For waves with group velocities toward the west, the physics is much more complicated because these waves have an infinite number of second harmonic resonances and long wave/short wave resonances tucked into a finite interval of intermediate wavenumber. These two species of resonance form the topic of the two companion papers Boyd (1983a,b). One finds that for westward-propagating gravity waves, the resonances are very weak, and solitary waves occur more or less continuously within an intermediate range of wavenumber. For Rossby waves one can also state that solitons are forbidden for both large and small *k*, but the resonances completely dominate the intermediate range of wavenumbers so that the situation is very confused and complicated.

Together with earlier papers, this present work completes the description of the weakly nonlinear evolution of equatorial waves in a shallow water wave model.

## Abstract

A series of high-resolution numerical experiments, augmented by theory, to further explore the dynamics of equatorial dipole vortices (Rossby solitary waves) is performed. When the amplitude is sufficiently large so that the vortices trap fluid internally, the solitary waves for a given phase speed are not unique. The potential vorticity–streak function (*q*–Ψ) relationship is everywhere linear for one branch, but highly nonlinear in the recirculation region for the second branch. Westward-traveling vortex pairs are highly unstable on the midlatitude beta plane, but the equatorial wave guide stabilizes vortex pairs that straddle the equator, even when given a strong initial tilt. As discovered by Williams and Wilson and explained theoretically by Boyd, the author confirms that higher latitudinal mode solitary waves are weakly nonlocal through radiation of sinusoidal Rossby waves of lower latitudinal mode number. The amplitude and wavelength of the radiation are in good agreement with nonlocal soliton theory.

It is sometimes said that the great discovery of the nineteenth century was that the equations of nature were linear, and the great discovery of the twentieth century is that they are not.—Thomas Körner,

Fourier Analysis(1988, p. 99)

## Abstract

A series of high-resolution numerical experiments, augmented by theory, to further explore the dynamics of equatorial dipole vortices (Rossby solitary waves) is performed. When the amplitude is sufficiently large so that the vortices trap fluid internally, the solitary waves for a given phase speed are not unique. The potential vorticity–streak function (*q*–Ψ) relationship is everywhere linear for one branch, but highly nonlinear in the recirculation region for the second branch. Westward-traveling vortex pairs are highly unstable on the midlatitude beta plane, but the equatorial wave guide stabilizes vortex pairs that straddle the equator, even when given a strong initial tilt. As discovered by Williams and Wilson and explained theoretically by Boyd, the author confirms that higher latitudinal mode solitary waves are weakly nonlocal through radiation of sinusoidal Rossby waves of lower latitudinal mode number. The amplitude and wavelength of the radiation are in good agreement with nonlocal soliton theory.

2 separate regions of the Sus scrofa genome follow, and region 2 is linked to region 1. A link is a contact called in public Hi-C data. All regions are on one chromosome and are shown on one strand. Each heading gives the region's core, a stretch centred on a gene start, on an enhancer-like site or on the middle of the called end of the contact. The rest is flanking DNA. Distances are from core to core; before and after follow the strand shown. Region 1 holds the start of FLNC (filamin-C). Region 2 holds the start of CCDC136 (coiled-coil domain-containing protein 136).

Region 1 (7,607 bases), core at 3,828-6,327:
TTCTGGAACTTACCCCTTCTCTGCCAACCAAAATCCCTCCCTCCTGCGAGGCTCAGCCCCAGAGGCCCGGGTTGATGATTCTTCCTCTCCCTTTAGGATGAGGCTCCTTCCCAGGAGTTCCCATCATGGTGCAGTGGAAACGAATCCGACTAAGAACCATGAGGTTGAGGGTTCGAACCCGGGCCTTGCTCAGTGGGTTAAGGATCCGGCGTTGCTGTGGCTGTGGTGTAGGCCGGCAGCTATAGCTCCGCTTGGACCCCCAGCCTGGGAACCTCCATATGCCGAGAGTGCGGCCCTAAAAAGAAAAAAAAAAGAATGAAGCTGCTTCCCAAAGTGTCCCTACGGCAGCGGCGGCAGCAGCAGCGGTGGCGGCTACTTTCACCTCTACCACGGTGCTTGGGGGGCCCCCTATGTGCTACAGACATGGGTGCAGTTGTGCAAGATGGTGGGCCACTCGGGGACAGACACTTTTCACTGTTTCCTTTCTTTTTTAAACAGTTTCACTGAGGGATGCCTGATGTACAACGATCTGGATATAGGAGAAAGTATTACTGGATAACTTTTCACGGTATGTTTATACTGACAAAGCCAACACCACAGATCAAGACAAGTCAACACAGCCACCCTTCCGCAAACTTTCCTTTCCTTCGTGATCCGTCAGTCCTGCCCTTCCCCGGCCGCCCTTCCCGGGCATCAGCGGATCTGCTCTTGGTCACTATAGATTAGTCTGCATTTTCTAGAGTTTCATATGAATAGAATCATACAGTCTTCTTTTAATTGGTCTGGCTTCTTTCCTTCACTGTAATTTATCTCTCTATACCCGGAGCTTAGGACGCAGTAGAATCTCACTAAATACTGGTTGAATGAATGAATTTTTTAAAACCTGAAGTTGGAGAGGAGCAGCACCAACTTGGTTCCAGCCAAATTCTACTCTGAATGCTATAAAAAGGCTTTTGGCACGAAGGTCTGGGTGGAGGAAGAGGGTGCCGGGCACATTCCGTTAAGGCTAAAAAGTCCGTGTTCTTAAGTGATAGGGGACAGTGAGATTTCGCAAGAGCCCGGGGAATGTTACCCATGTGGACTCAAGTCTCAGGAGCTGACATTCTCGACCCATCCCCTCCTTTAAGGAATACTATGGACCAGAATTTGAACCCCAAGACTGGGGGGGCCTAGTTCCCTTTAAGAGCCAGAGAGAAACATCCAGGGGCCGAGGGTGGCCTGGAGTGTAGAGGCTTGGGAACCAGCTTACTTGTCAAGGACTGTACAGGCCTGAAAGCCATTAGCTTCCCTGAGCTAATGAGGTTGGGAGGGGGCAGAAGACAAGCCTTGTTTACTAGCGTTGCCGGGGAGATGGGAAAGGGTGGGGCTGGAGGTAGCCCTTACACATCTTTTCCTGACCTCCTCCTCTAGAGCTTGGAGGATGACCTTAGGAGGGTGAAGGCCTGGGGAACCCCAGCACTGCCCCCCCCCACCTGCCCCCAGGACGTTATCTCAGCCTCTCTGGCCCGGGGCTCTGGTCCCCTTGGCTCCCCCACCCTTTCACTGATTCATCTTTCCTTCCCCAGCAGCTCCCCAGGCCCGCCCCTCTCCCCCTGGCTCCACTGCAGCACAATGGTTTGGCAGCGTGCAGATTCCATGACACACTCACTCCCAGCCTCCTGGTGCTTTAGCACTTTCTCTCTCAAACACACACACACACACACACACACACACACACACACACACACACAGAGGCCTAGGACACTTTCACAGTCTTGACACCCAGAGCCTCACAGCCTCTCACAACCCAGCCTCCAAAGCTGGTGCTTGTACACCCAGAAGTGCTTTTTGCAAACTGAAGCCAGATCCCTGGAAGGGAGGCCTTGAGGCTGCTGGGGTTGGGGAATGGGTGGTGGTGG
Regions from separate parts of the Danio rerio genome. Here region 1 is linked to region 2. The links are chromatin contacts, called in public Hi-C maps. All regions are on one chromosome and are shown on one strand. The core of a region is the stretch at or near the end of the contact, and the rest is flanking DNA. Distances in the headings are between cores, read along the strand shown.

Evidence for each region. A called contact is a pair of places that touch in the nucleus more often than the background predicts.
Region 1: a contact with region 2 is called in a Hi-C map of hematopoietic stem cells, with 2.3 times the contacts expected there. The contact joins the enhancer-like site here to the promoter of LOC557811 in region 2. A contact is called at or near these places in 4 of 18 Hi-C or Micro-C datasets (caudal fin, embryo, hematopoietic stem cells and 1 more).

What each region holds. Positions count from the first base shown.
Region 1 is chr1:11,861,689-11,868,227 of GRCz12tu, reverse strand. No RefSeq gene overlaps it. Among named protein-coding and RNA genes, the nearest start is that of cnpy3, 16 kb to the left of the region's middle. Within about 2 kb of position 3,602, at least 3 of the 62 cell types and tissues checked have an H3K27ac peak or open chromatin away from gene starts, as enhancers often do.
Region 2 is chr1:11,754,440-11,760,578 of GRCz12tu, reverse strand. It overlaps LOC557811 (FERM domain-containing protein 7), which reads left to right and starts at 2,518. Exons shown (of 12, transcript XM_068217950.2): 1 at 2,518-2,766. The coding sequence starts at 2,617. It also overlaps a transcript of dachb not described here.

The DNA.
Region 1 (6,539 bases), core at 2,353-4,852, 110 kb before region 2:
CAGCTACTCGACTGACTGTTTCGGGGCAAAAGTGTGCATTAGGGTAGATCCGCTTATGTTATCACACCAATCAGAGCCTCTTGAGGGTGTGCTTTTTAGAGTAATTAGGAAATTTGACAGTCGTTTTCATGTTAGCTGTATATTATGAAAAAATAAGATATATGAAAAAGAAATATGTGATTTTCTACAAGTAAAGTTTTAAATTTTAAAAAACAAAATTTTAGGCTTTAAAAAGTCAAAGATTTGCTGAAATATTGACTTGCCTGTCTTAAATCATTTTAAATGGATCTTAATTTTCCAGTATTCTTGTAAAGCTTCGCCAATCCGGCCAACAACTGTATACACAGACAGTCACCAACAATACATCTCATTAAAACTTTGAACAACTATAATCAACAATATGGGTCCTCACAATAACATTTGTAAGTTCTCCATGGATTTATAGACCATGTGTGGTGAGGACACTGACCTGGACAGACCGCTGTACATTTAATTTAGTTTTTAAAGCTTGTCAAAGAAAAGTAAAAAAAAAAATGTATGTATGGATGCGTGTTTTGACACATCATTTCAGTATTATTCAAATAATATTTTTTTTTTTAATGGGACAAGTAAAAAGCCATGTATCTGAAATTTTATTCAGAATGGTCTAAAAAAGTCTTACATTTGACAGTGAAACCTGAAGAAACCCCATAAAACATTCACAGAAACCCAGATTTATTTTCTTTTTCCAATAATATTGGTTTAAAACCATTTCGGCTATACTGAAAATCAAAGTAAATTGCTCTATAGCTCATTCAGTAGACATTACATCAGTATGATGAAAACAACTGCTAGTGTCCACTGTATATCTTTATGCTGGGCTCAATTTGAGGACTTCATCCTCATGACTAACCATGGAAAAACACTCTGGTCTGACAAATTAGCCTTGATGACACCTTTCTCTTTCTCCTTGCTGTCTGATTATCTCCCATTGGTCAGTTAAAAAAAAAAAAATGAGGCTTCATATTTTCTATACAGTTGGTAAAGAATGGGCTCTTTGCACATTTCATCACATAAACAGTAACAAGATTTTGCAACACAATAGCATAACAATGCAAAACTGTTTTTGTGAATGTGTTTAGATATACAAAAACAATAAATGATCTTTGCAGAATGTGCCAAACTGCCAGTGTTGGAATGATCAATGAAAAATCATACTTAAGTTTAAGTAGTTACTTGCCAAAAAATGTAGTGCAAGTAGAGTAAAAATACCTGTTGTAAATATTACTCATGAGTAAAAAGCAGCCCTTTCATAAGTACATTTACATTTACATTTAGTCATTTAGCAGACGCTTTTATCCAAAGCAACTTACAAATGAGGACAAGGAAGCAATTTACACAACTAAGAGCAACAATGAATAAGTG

It is sometimes said that the great discovery of the nineteenth century was that the equations of nature were linear, and the great discovery of the twentieth century is that they are not.—Thomas Körner,

Fourier Analysis(1988, p. 99)

## Abstract

Simple, exact analytical conditions for second harmonic resonance between equatorial waves are derived. Such resonance can occur only between two Rossby waves or two westward travelling gravity waves. It is shown that regardless of whether the waves, are plane waves or localized wave packets, the physical consequence of the resonance is *instability* of the fundamental with a corresponding transfer of its energy to its second harmonic. The time scale of the instability is O(1/*I*ε) where ε is the amplitude of the fundamental and *I* the interaction coefficient, which is tabulated for various resonances. For reasonable parameter values, it appears that second harmonic resonance can be important in the tropical ocean. The *n* = 1 Rossby wave and all gravity waves propagating towards the east are immune to this instability, however, because they cannot satisfy the analytical conditions for second harmonic resonance. Besides these results for equatorial waves, a new approximate solution to the “resonant dyad” equations for an arbitrary initial wave packet is derived which is applicable to *any* second harmonic resonance, whether the waves are equatorial or not.